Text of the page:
NARAL Pro-Choice America has launched its Birth Control for Me campaign to make free birth control an election issue. NARAL’s Blog for Choice describes why free birth control is necessary: 30 million women use birth control and “one in three women has struggled with the high cost of prescription birth control at some point in her life.” Does struggling to pay for something that is a lifestyle choice require state intervention to force insurance companies to drop co-payments for birth control? Probably one in three Americans have struggled with buying food or making a mortgage payment at some point in their life but that does not entitle everyone to foodstamps or subsidized housing. At best, NARAL has made the case for subsidizing or eliminating co-payments for contraception and other birth control for people who can’t afford it — the poor. But there is something unseemly about the government paying for the birth control of a particular class of people.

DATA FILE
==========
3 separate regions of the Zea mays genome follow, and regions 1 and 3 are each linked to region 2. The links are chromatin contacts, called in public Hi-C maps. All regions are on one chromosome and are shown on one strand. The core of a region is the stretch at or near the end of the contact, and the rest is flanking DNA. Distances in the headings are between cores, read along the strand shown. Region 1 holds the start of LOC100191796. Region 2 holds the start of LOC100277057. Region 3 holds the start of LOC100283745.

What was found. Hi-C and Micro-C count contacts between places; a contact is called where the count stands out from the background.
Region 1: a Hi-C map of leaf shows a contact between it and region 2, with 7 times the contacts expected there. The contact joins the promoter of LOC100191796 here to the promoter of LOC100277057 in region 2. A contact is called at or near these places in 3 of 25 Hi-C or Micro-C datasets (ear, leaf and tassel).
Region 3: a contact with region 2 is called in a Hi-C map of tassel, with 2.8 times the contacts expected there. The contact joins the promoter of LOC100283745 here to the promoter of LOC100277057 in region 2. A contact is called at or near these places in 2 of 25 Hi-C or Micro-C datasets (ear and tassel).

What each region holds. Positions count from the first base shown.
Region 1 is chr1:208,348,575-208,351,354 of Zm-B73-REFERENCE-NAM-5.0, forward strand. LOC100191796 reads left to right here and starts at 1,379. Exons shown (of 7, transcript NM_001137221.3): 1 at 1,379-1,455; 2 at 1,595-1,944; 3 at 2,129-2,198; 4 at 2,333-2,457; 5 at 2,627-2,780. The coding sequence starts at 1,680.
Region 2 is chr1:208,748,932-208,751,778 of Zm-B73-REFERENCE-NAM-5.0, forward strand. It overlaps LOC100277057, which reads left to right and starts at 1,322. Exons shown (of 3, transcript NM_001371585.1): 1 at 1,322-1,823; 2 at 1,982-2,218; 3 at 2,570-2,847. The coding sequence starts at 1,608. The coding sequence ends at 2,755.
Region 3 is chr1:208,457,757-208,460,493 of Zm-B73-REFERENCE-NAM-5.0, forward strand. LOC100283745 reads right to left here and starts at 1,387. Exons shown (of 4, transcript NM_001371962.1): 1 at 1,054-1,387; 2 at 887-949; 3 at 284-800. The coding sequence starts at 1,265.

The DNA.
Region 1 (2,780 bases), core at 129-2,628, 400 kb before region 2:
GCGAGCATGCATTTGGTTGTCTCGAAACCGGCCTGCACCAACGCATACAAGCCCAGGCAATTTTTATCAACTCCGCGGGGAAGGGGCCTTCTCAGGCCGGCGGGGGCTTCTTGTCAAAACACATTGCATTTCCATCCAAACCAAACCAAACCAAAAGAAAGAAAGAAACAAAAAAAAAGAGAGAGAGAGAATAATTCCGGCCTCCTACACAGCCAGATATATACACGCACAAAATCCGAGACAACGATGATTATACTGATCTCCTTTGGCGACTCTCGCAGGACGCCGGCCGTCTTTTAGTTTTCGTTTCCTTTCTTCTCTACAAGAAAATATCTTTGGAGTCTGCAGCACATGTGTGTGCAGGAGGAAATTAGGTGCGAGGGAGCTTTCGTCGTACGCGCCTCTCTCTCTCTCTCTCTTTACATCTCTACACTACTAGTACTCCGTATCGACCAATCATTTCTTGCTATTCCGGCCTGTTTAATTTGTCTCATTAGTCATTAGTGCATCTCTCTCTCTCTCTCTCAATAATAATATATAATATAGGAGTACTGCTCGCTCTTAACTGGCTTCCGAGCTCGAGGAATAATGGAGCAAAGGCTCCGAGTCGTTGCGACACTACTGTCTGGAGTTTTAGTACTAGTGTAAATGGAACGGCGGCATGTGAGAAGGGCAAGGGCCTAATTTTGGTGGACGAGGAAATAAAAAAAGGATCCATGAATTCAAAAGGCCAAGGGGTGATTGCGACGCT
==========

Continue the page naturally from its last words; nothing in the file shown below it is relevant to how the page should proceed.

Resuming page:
Of course, that isn’t really their agenda, either, but their pitch for eliminating co-payments has a hint of dishonesty because it makes it sound like 33% of Americans cannot afford birth control right now. Few people will pay much attention to the qualifying “at some point in her life.” Most of those, presumably, are university and high school students and many of them would have access to “affordable birth control” at school.

There is simply no need to force insurance companies to drop co-payments for birth control, regardless of Barack Obama’s promise to do so.